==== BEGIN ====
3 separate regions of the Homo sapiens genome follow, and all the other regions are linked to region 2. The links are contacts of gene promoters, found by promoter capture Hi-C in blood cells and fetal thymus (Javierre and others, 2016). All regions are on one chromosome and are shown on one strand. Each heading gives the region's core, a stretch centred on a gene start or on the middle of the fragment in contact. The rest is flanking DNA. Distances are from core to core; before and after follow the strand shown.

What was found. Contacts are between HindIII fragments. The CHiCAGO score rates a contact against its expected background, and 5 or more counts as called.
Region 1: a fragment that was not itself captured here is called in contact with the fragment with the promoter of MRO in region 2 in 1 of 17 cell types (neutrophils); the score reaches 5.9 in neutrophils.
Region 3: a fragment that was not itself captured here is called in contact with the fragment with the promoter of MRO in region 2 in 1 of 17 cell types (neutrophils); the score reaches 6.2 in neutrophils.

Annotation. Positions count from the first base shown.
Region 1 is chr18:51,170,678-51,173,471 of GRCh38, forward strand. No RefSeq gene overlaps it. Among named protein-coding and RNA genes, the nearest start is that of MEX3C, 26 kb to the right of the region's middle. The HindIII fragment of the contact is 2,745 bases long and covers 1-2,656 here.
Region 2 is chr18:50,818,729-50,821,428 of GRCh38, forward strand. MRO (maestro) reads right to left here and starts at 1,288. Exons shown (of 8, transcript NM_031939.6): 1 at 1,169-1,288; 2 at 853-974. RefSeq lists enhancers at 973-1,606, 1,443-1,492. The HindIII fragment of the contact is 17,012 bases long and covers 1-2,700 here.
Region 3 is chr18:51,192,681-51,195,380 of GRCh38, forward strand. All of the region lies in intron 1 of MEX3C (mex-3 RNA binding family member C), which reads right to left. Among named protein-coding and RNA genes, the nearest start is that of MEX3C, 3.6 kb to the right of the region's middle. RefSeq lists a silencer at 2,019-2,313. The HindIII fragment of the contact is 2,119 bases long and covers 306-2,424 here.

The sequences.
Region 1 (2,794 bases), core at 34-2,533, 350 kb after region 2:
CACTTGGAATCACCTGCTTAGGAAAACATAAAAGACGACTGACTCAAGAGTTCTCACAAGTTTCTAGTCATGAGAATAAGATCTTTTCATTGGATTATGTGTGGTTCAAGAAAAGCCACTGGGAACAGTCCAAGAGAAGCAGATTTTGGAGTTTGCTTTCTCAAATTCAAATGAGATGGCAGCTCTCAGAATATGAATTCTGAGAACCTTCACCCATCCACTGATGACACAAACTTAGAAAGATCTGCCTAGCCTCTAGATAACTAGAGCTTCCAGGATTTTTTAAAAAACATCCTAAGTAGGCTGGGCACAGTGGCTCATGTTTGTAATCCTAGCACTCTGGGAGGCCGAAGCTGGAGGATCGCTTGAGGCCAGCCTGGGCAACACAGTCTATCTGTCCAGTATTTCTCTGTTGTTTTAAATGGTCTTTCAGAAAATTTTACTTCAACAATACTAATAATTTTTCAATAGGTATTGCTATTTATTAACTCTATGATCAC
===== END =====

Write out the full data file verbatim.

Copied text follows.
3 separate regions of the Homo sapiens genome follow, and all the other regions are linked to region 2. The links are contacts of gene promoters, found by promoter capture Hi-C in blood cells and fetal thymus (Javierre and others, 2016). All regions are on one chromosome and are shown on one strand. Each heading gives the region's core, a stretch centred on a gene start or on the middle of the fragment in contact. The rest is flanking DNA. Distances are from core to core; before and after follow the strand shown.

What was found. Contacts are between HindIII fragments. The CHiCAGO score rates a contact against its expected background, and 5 or more counts as called.
Region 1: a fragment that was not itself captured here is called in contact with the fragment with the promoter of MRO in region 2 in 1 of 17 cell types (neutrophils); the score reaches 5.9 in neutrophils.
Region 3: a fragment that was not itself captured here is called in contact with the fragment with the promoter of MRO in region 2 in 1 of 17 cell types (neutrophils); the score reaches 6.2 in neutrophils.

Annotation. Positions count from the first base shown.
Region 1 is chr18:51,170,678-51,173,471 of GRCh38, forward strand. No RefSeq gene overlaps it. Among named protein-coding and RNA genes, the nearest start is that of MEX3C, 26 kb to the right of the region's middle. The HindIII fragment of the contact is 2,745 bases long and covers 1-2,656 here.
Region 2 is chr18:50,818,729-50,821,428 of GRCh38, forward strand. MRO (maestro) reads right to left here and starts at 1,288. Exons shown (of 8, transcript NM_031939.6): 1 at 1,169-1,288; 2 at 853-974. RefSeq lists enhancers at 973-1,606, 1,443-1,492. The HindIII fragment of the contact is 17,012 bases long and covers 1-2,700 here.
Region 3 is chr18:51,192,681-51,195,380 of GRCh38, forward strand. All of the region lies in intron 1 of MEX3C (mex-3 RNA binding family member C), which reads right to left. Among named protein-coding and RNA genes, the nearest start is that of MEX3C, 3.6 kb to the right of the region's middle. RefSeq lists a silencer at 2,019-2,313. The HindIII fragment of the contact is 2,119 bases long and covers 306-2,424 here.

The sequences.
Region 1 (2,794 bases), core at 34-2,533, 350 kb after region 2:
CACTTGGAATCACCTGCTTAGGAAAACATAAAAGACGACTGACTCAAGAGTTCTCACAAGTTTCTAGTCATGAGAATAAGATCTTTTCATTGGATTATGTGTGGTTCAAGAAAAGCCACTGGGAACAGTCCAAGAGAAGCAGATTTTGGAGTTTGCTTTCTCAAATTCAAATGAGATGGCAGCTCTCAGAATATGAATTCTGAGAACCTTCACCCATCCACTGATGACACAAACTTAGAAAGATCTGCCTAGCCTCTAGATAACTAGAGCTTCCAGGATTTTTTAAAAAACATCCTAAGTAGGCTGGGCACAGTGGCTCATGTTTGTAATCCTAGCACTCTGGGAGGCCGAAGCTGGAGGATCGCTTGAGGCCAGCCTGGGCAACACAGTCTATCTGTCCAGTATTTCTCTGTTGTTTTAAATGGTCTTTCAGAAAATTTTACTTCAACAATACTAATAATTTTTCAATAGGTATTGCTATTTATTAACTCTATGATCAC